What you see. The starting point for addressing any equine health related issue is your observation.


Bleeding from Nostrils or Nose


Bleeding from the nostril or nostrils can be a sign of many conditions, originating anywhere from the external nostril to deep in the lungs. The most common cause of nasal bleeding is ethmoid hematoma, a slow-growing mass in the nasal passage or sinus. Less common but more severe problems include hemorrhage from the guttural pouch or a fracture into the guttural pouch or sinus.

In very dry conditions, minor bleeding from the nasal passages can occur. Usually, blood comes from the nasal passages and not the external nostril. Horses can also traumatize the thin mucous membranes of the inside of the nostril, but this is relatively rare.

Racehorses that are bleeding after a race are bleeding from the lungs (Exercise Induced Pulmonary Hemorrhage), unless proven otherwise.

Horses with clotting disorders can bleed from the nostrils, but usually show other symptoms of disease.

  • Code Red

    Call Your Vet Immediately, Even Outside Business Hours
    • If this problem seems severe and has come on suddenly.
    • If the results of the Whole Horse Exam (WHE) in the resting horse indicate fever (Temp >101F/38.3C) or heart rate greater than 48 BPM.
  • Code Orange

    Call Your Vet at Their First Available Office Hours
    • If this seems mild or occasional and the horse seems normal otherwise.
    • If the results of the Whole Horse Exam (WHE) suggest the horse is otherwise normal.
You also might be observing
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your role


What To Do

Assess your horse's general health using the Whole Horse Exam (WHE), paying particular attention to whether blood is coming from one or both nostrils. Consider attitude and appetite, and whether there is any other evidence of head trauma. Share your findings and concerns with your vet.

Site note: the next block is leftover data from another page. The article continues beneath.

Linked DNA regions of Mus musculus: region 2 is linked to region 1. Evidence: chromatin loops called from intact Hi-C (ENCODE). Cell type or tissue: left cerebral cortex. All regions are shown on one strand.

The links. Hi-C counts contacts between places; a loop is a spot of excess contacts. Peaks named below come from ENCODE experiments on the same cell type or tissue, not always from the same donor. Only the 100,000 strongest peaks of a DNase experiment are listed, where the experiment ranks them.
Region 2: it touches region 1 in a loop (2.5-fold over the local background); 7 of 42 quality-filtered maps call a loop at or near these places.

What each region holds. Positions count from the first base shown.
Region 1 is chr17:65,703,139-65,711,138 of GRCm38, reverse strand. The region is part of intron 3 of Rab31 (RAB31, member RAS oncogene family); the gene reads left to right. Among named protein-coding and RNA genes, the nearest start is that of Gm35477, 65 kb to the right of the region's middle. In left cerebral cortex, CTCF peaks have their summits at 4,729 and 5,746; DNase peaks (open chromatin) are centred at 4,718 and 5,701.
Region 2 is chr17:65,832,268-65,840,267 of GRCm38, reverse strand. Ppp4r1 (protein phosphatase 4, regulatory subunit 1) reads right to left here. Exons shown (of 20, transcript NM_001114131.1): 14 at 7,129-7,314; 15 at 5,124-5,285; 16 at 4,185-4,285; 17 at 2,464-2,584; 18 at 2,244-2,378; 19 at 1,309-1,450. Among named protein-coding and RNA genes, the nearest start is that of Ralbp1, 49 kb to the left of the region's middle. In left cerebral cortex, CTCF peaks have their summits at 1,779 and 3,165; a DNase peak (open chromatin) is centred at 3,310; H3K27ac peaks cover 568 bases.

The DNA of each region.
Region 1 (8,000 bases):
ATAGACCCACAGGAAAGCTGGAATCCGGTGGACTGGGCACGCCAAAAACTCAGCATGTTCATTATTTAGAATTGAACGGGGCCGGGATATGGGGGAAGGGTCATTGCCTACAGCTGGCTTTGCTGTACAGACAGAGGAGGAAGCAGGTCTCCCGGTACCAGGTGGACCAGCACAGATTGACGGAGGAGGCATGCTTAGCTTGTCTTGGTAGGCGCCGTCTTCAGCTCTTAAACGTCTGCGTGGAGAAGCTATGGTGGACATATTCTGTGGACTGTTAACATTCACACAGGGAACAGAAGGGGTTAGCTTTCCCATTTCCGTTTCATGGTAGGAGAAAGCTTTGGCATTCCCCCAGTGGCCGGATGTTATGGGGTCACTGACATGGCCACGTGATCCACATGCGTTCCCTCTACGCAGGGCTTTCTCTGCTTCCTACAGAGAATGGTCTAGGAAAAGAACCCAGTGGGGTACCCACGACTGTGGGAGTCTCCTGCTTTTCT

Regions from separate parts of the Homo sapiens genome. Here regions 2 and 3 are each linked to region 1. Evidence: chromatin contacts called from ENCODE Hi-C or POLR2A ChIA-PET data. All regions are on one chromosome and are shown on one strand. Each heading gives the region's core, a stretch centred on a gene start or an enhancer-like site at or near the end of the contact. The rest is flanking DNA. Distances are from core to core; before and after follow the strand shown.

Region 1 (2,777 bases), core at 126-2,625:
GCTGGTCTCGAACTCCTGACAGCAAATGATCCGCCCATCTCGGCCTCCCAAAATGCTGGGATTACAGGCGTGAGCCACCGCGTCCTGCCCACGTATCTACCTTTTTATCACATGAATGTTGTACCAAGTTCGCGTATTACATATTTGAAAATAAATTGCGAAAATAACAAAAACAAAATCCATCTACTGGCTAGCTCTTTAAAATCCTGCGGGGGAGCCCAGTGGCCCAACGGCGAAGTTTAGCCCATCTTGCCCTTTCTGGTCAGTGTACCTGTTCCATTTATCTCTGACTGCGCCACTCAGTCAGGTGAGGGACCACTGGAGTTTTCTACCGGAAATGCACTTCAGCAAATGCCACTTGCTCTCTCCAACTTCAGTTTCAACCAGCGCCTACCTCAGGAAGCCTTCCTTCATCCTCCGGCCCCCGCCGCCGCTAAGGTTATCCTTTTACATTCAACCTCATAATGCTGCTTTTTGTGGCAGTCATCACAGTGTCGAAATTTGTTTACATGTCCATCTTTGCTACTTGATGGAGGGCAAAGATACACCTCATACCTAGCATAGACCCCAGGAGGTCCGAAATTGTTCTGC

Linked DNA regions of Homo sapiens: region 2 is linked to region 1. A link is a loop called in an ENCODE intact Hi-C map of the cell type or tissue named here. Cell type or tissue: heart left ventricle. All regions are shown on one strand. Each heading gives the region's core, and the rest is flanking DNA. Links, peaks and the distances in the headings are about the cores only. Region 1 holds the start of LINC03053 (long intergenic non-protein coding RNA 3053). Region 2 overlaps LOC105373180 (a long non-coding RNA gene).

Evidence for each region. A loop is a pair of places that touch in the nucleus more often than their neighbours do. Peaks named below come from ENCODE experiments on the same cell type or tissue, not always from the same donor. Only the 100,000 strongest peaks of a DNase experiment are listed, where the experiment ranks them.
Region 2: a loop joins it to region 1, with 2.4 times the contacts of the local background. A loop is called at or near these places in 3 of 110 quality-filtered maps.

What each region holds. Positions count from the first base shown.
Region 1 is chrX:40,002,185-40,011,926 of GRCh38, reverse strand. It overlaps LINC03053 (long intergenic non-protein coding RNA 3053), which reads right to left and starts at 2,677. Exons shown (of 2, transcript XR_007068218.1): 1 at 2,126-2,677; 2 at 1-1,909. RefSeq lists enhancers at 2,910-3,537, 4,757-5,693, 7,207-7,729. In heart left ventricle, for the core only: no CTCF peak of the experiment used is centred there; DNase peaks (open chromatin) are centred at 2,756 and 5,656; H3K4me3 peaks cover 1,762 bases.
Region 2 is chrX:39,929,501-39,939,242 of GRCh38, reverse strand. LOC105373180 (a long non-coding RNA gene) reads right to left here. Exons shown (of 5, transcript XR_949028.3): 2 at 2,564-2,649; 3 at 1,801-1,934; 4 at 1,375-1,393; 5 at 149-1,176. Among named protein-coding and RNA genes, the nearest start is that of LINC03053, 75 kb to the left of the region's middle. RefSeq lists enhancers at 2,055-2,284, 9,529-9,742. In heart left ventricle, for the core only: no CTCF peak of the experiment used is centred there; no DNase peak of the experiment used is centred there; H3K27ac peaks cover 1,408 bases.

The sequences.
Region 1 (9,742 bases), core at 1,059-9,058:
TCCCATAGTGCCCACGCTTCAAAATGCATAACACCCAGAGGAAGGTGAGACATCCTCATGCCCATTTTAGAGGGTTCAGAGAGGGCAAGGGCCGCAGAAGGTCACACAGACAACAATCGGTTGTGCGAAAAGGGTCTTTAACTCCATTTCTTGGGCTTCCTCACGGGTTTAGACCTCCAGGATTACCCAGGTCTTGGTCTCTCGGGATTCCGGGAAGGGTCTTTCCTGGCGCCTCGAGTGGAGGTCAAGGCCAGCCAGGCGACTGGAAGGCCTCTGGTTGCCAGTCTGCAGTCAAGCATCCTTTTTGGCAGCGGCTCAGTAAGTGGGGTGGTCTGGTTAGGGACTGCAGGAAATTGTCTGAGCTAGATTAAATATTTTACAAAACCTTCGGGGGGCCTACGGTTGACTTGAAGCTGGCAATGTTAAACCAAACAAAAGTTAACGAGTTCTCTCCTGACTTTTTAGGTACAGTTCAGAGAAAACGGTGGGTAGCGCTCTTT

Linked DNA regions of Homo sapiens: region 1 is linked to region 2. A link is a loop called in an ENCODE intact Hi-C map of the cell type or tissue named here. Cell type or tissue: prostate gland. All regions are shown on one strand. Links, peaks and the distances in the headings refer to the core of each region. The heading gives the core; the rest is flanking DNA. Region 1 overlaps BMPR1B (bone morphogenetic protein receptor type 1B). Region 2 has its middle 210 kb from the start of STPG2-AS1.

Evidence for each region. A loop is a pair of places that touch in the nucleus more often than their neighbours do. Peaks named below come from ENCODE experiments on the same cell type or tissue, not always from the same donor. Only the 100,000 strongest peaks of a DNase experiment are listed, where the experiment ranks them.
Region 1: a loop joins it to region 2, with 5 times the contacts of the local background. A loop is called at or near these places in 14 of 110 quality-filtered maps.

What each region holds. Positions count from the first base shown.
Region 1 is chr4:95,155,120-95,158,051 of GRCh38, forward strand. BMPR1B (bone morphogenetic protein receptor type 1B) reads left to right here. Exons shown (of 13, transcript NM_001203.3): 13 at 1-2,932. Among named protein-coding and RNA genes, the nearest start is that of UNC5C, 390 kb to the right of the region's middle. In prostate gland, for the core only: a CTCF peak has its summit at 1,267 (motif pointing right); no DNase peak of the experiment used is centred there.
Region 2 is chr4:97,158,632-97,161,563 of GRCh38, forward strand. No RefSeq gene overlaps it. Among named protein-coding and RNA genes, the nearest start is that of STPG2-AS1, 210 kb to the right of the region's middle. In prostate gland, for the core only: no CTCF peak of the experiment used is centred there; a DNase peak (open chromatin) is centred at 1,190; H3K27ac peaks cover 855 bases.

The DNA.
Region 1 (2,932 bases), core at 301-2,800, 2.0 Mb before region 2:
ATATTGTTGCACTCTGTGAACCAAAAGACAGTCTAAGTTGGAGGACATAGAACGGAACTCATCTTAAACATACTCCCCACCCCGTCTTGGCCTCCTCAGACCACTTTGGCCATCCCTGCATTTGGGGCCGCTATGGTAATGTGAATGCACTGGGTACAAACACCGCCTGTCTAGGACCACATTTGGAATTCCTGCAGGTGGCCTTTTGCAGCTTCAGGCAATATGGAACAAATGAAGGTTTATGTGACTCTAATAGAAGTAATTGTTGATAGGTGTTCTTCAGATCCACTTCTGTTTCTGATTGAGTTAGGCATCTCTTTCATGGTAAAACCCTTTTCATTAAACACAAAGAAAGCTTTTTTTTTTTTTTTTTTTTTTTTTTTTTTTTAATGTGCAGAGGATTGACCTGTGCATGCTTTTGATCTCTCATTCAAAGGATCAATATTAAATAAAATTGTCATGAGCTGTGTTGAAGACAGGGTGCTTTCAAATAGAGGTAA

What Not To Do

Do not insert or attempt to pack the horse's nose with anything to stop the bleeding.

your vet's role

Your vet uses physical examination, endoscopy and, in some cases, radiography to help determine the source of the bleeding.
Questions Your Vet Might Ask:
  • Does the blood appear to be coming from one or both nostrils?
  • How is your horse's attitude and appetite?
  • When did you first notice this problem?
  • What is the horse's age, sex, breed and history?
  • How much bleeding is there?
  • What are the results of the Whole Horse Exam (WHE)?
  • Does the horse have a history of having been on the race track?

Diagnoses Your Vet May Consider

The cause of the problem. These are conditions or ailments that are the cause of the observations you make.

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Treatments Your Vet May Recommend

A way to resolve the condition or diagnosis. Resolving the underlying cause or treating the signs of disease (symptomatic treatment)

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Author: Doug Thal DVM Dipl. ABVP